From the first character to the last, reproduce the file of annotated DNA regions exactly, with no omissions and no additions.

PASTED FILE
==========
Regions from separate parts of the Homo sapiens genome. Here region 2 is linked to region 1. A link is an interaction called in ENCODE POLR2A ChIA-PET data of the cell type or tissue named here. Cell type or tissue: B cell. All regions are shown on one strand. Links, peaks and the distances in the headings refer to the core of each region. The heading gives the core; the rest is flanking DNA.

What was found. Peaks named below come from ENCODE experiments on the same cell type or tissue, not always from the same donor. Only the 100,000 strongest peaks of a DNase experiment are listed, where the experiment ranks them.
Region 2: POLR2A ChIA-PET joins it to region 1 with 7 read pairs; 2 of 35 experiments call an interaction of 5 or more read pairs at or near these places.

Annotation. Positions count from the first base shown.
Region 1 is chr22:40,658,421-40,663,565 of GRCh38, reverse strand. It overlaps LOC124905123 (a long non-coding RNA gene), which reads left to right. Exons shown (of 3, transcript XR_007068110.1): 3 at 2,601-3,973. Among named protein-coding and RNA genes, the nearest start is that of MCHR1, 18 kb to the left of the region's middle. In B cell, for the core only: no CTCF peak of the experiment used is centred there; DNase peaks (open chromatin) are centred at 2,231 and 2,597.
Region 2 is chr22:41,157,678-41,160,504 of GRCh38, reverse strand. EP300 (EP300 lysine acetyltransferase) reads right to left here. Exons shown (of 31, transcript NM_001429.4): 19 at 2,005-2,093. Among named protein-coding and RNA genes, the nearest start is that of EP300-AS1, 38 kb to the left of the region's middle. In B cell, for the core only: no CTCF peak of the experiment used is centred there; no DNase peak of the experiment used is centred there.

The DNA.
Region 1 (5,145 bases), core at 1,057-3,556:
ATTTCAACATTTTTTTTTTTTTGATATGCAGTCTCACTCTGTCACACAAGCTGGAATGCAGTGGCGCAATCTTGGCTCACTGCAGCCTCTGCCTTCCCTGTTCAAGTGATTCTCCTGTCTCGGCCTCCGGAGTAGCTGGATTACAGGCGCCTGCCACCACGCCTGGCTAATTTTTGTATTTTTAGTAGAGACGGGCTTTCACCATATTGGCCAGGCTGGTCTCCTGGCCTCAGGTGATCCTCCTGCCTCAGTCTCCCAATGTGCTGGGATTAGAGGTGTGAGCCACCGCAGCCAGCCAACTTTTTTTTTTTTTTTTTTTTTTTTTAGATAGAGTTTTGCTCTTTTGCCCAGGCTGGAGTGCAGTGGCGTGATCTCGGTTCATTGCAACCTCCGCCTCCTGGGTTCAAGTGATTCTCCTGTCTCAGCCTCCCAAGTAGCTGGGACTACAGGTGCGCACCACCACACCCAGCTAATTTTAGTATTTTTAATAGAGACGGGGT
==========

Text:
Regions from separate parts of the Homo sapiens genome. Here region 2 is linked to region 1. A link is an interaction called in ENCODE POLR2A ChIA-PET data of the cell type or tissue named here. Cell type or tissue: B cell. All regions are shown on one strand. Links, peaks and the distances in the headings refer to the core of each region. The heading gives the core; the rest is flanking DNA.

What was found. Peaks named below come from ENCODE experiments on the same cell type or tissue, not always from the same donor. Only the 100,000 strongest peaks of a DNase experiment are listed, where the experiment ranks them.
Region 2: POLR2A ChIA-PET joins it to region 1 with 7 read pairs; 2 of 35 experiments call an interaction of 5 or more read pairs at or near these places.

Annotation. Positions count from the first base shown.
Region 1 is chr22:40,658,421-40,663,565 of GRCh38, reverse strand. It overlaps LOC124905123 (a long non-coding RNA gene), which reads left to right. Exons shown (of 3, transcript XR_007068110.1): 3 at 2,601-3,973. Among named protein-coding and RNA genes, the nearest start is that of MCHR1, 18 kb to the left of the region's middle. In B cell, for the core only: no CTCF peak of the experiment used is centred there; DNase peaks (open chromatin) are centred at 2,231 and 2,597.
Region 2 is chr22:41,157,678-41,160,504 of GRCh38, reverse strand. EP300 (EP300 lysine acetyltransferase) reads right to left here. Exons shown (of 31, transcript NM_001429.4): 19 at 2,005-2,093. Among named protein-coding and RNA genes, the nearest start is that of EP300-AS1, 38 kb to the left of the region's middle. In B cell, for the core only: no CTCF peak of the experiment used is centred there; no DNase peak of the experiment used is centred there.

The DNA.
Region 1 (5,145 bases), core at 1,057-3,556:
ATTTCAACATTTTTTTTTTTTTGATATGCAGTCTCACTCTGTCACACAAGCTGGAATGCAGTGGCGCAATCTTGGCTCACTGCAGCCTCTGCCTTCCCTGTTCAAGTGATTCTCCTGTCTCGGCCTCCGGAGTAGCTGGATTACAGGCGCCTGCCACCACGCCTGGCTAATTTTTGTATTTTTAGTAGAGACGGGCTTTCACCATATTGGCCAGGCTGGTCTCCTGGCCTCAGGTGATCCTCCTGCCTCAGTCTCCCAATGTGCTGGGATTAGAGGTGTGAGCCACCGCAGCCAGCCAACTTTTTTTTTTTTTTTTTTTTTTTTTAGATAGAGTTTTGCTCTTTTGCCCAGGCTGGAGTGCAGTGGCGTGATCTCGGTTCATTGCAACCTCCGCCTCCTGGGTTCAAGTGATTCTCCTGTCTCAGCCTCCCAAGTAGCTGGGACTACAGGTGCGCACCACCACACCCAGCTAATTTTAGTATTTTTAATAGAGACGGGGT